Apple‘s huge intellectual property victory over Samsung last Friday night was both dramatic and overwhelming. South Korea-based Samsung was hit with a $1.05 billion verdict after a federal jury of nine California residents found that it had infringed Apple’s smartphone patents. In other words, the jury found that Samsung ripped off the iPhone. Apple is now asking U.S. District Judge Lucy Koh, who presided over the trial, to bar Samsung, the world’s largest mobile phone manufacturer, from selling eight of its popular mobile devices in the United States. That’s a big deal.
Apple’s already-soaring stock price rose nearly 2% to an all-time high Monday. Samsung, meanwhile, plunged to a four-year low, wiping out some $12 billion in market valuation. (For perspective, that’s almost what Google paid to purchase Motorola Mobility, Samsung’s smaller rival.) Despite Apple’s victory, this dispute is far from over. Samsung has said it will appeal the verdict, and the two giants are squaring off over intellectual property in several other jurisdictions around the world. (TIME‘s Jared Newman breaks down the specific hardware implications of the decision here.)
Any billion-dollar jury award will grab headlines, but this case is about much more than just money. The judgement represents 2% of Samsung’s global revenue. This is a drop in the bucket — a rounding error — for global corporate giants like Samsung and Apple. So, if not money, what’s this story about? It’s about market dominance in the exploding global smartphone race. Apple’s victory is the most high-profile outcome thus far from Silicon Valley’s escalating intellectual property war. The biggest winners? Lawyers. Can you imagine the litigation fees on a $1 billion jury judgement?
The verdict was also a big win for the spirit of Steve Jobs, who raged against Google for stealing his ideas. Jobs was convinced that Google ripped off most of the Android OS and form-factor from the iPhone. The rift caused Google chairman Eric Schmidt to be politely dismissed from Apple’s board of directors three years ago this month. Google has invested heavily in Android in order to give it a foothold in the mobile space, which is the next great battle in the web advertising wars.
(READ MORE: Patent Wars!)
This case should be viewed as just one (admittedly huge) front Apple is waging against Google worldwide, by proxy. Google’s Android OS has been the subject of speculation about its IP-weakness for some time now. That’s why Google purchased Motorola Mobility for $12.5 billion. Google wisely opened the platform to mobile-phone makers and developers. Today, Android is activating nearly one million phones per day worldwide. Last quarter Samsung sold twice as many units — many running Android — as Apple.
There’s just one problem, as nine jurors in Apple’s home jurisdiction of Silicon Valley concluded on Friday. Samsung violated Apple’s intellectual property. In plain English, the jury found that Samsung stole Apple’s smartphone designs. That’s a major problem. “In a few years, the San Jose jury verdict may — I repeat, MAY — be remembered as the tipping point that sent Android on a downward spiral,” tweeted patent expert Florian Mueller of FOSS Patents. (Mueller is a consultant to two Google rivals, Microsoft and Oracle.)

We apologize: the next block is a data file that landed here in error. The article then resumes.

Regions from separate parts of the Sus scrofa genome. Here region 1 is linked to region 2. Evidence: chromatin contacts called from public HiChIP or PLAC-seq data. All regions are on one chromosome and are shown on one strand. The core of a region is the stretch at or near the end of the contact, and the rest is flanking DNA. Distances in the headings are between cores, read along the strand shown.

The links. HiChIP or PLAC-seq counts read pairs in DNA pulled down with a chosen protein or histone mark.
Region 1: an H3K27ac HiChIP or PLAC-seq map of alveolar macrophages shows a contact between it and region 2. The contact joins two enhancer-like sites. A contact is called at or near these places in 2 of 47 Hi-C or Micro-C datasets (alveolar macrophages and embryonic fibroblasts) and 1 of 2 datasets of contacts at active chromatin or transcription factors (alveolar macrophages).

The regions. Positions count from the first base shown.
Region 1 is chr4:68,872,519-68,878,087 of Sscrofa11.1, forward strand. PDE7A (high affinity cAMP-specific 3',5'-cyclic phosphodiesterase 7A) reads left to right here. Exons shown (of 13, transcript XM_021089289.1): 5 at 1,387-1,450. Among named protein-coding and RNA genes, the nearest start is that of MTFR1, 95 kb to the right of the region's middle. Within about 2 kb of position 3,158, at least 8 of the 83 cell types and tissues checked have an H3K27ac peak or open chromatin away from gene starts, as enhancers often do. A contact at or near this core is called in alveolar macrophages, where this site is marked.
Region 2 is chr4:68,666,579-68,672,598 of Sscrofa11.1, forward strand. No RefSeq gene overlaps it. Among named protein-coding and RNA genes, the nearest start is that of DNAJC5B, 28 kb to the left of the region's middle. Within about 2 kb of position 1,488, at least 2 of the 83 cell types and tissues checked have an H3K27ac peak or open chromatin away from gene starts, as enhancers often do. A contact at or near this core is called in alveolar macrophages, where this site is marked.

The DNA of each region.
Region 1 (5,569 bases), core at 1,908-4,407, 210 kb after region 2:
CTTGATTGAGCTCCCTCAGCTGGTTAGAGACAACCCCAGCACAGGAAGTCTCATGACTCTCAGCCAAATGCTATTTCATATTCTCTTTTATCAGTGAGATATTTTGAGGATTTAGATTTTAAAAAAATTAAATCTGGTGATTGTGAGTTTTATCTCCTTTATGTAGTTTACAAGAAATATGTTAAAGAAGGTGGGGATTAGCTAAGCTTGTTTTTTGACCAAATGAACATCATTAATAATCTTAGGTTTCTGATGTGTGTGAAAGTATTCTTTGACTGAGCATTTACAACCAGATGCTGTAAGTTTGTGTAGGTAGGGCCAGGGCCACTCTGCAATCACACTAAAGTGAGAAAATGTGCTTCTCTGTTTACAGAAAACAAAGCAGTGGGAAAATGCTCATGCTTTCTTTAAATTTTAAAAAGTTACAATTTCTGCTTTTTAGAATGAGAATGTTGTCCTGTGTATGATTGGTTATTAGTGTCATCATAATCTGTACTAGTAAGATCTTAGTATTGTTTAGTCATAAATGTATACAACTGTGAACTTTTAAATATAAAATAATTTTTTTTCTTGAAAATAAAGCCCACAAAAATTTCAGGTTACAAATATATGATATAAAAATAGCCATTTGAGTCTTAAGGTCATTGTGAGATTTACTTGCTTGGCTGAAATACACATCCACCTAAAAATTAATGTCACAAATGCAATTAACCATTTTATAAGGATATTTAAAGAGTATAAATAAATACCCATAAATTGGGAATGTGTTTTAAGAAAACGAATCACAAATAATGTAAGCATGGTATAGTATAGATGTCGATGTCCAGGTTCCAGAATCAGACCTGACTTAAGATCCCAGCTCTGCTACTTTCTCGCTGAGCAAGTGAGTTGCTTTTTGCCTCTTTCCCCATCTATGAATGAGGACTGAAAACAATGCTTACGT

Beyond the consequences for tech-giants like Apple and Google, this case says a lot about the terrible state of the current U.S. patent law regime — a system many observers feel is woefully broken. In addition to this billion-dollar case, all the major tech giants are engaged in litigation and counter-litigation in dozens of jurisdictions worldwide. There’s an arms race gripping the tech world right now. The weapons of choice are patents.
(READ MORE: Apple Stock Jumps on $1B Samsung Verdict)
Generally speaking, there are two schools of thought coming out of this verdict. This first is that Apple’s decisive victory means that its competitors — ie. Samsung, HTC, and Google-owned Motorola — will have to redouble their efforts at innovation now that a jury has told them to stop ripping off Apple’s designs. In other words, the decision will benefit consumers by fostering a diversity of designs and products in the smartphone market.
The second school of thought is that Apple is big-footing its way around the U.S. IP system, obsessively patenting hundreds, if not thousands, of ticky-tack features like a square with rounded edges, or the flick-of-a-finger on a touch-screen. In this view, the current U.S. IP system — in which the big winners always seem to be high-priced IP lawyers and tech firms with deep pockets — is stifling innovation, because it allows one powerful company, Apple, to essentially have a monopoly on basic mobile smartphone features. Like a square with rounded edges.
The truth is that the US intellectual property regime is in desperate need of reform. Inventors should be protected — otherwise what’s the incentive to create anything? On the other hand, there is general agreement inside the tech community that the current method of adjudicating patent disputes is badly broken. “The patent system is in crisis, and it endangers the future of software development in the United States,” according to the Electronic Frontier Foundation, a West Coast digital rights group that’s been at the forefront of patent reform advocacy. EFF is not proposing that we eliminate patents altogether, obviously, but the group is calling for a smarter, more streamlined approach. But with so many powerful forces interested in maintaining the status quo — from patent-rich companies like Apple to the legal community — it’s unlikely that reform will happen anytime soon, and certainly not during an election year.